It was difficult to not notice Weatherspoon. Not only did he sport white tights and shoes on the field in Indy, Weatherspoon put on a clinic during workouts. It started with the bench press, where Weatherspoon displayed good upper-body strength by putting up 225 pounds a total of 34 times. That was second-best among the group of linebackers at the combine. With Alabama LB Rolando McClain (hamstring) and Florida LB Brandon Spikes not participating in the 40-yard dash, Weatherspoon opened a lot of eyes. He showed great speed by posting a 4.57 time in the 40-yard dash. Weatherspoon had over 100 tackles in each of his final three seasons at Missouri. He also had 12 sacks, four interceptions and two touchdowns. The high-motor player is a great leader and is coming off a great Senior Bowl and NFL Combine. Weatherspoon has likely worked his way into the first round of the draft.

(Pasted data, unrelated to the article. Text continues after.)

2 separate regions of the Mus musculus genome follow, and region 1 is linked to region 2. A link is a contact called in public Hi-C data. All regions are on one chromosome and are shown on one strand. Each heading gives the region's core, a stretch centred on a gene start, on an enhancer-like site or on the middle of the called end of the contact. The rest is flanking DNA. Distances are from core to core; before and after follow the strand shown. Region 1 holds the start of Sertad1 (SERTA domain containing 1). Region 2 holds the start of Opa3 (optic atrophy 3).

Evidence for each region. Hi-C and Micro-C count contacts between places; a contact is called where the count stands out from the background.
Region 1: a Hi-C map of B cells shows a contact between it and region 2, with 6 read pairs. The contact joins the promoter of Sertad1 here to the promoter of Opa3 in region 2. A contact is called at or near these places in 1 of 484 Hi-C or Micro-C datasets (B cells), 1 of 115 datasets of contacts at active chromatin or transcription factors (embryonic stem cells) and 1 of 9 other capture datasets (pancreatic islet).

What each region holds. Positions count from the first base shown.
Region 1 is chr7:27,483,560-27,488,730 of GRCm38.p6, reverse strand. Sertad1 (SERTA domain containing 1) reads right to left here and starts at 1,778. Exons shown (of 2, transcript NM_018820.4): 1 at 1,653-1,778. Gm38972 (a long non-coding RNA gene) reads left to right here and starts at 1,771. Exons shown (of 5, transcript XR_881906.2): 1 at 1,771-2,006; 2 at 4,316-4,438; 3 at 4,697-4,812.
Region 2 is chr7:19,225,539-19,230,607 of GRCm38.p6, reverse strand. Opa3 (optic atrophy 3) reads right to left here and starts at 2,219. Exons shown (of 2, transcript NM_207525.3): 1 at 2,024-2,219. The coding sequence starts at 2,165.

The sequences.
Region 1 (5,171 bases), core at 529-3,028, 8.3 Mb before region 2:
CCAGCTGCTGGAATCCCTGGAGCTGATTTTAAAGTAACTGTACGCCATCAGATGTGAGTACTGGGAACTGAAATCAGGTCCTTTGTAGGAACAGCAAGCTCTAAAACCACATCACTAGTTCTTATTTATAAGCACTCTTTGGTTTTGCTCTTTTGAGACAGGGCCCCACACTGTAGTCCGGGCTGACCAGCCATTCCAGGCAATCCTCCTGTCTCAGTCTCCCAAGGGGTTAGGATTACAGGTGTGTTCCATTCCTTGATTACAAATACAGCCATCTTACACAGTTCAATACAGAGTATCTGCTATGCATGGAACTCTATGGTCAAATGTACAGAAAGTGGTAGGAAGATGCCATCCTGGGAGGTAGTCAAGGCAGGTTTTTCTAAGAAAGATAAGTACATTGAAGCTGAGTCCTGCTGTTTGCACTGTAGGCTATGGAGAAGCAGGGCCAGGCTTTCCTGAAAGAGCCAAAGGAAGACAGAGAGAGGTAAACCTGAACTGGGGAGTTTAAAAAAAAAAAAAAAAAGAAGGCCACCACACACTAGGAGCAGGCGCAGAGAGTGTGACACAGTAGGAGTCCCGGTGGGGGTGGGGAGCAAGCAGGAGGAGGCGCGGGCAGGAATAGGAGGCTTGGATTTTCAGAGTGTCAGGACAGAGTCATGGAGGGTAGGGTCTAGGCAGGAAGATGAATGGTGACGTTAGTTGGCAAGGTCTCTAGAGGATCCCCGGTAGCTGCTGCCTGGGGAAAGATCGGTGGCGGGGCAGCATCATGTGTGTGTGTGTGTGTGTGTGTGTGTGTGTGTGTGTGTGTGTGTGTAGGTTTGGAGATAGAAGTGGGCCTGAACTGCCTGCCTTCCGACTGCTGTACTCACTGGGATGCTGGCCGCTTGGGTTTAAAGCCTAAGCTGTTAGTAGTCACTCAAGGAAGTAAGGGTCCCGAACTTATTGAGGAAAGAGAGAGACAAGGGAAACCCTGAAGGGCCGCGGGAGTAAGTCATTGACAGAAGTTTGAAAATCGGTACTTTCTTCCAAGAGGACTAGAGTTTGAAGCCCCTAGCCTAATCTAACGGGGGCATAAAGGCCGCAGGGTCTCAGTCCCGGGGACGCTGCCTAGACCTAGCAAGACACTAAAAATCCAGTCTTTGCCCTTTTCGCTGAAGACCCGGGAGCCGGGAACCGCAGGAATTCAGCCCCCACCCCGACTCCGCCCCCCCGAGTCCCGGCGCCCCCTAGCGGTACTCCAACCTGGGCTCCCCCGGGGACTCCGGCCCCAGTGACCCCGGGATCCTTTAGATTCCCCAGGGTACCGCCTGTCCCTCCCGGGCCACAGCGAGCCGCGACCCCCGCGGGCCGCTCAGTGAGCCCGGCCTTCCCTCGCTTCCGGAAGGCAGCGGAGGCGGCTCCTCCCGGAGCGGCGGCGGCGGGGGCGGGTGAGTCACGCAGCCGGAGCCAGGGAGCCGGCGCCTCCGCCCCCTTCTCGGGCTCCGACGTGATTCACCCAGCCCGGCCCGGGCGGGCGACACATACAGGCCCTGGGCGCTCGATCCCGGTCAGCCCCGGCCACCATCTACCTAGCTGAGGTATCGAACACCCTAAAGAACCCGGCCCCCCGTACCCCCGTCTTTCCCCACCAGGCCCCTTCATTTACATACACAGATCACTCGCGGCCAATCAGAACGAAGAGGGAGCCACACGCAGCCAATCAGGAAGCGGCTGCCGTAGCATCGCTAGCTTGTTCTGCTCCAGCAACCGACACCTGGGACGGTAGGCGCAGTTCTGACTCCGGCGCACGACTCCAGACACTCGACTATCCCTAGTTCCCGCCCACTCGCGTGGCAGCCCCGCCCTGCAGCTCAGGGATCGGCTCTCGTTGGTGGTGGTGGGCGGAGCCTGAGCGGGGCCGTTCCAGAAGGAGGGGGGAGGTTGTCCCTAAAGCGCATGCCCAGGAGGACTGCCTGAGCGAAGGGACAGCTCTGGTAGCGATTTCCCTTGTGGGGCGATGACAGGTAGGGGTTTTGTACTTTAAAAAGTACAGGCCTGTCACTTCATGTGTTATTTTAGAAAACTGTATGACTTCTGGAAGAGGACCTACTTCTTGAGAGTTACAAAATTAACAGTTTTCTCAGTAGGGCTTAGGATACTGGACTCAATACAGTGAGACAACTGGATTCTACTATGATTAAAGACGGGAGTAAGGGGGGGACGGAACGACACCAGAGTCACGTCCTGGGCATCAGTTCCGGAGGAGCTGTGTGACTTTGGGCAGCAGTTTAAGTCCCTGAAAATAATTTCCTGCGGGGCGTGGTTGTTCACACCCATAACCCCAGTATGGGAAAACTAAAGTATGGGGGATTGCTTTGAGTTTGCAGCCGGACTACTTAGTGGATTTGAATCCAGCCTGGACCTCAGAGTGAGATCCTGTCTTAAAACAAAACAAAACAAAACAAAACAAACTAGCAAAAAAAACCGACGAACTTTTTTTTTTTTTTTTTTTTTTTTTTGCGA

TCU DE Jerry Hughes (6-1, 255)
Tampa Bay is in the market for a pass-rushing defensive end, and Hughes is a player the Bucs could give serious consideration to drafting if he's still available near the top of the second round. That's a big "if" after Hughes' performance at the combine on Monday. Hughes put his impressive athleticism on display, benching 225 pounds a total of 26 times and running a 4.69 time in the 40-yard dash. It was an impressive outing for a player that posted 28 sacks, two interceptions and one touchdown at TCU. While he's considered a "tweener," Hughes possesses a good motor, instincts and athleticism, which was apparent on Monday.

USF DE Jason Pierre Paul (6-5, 270)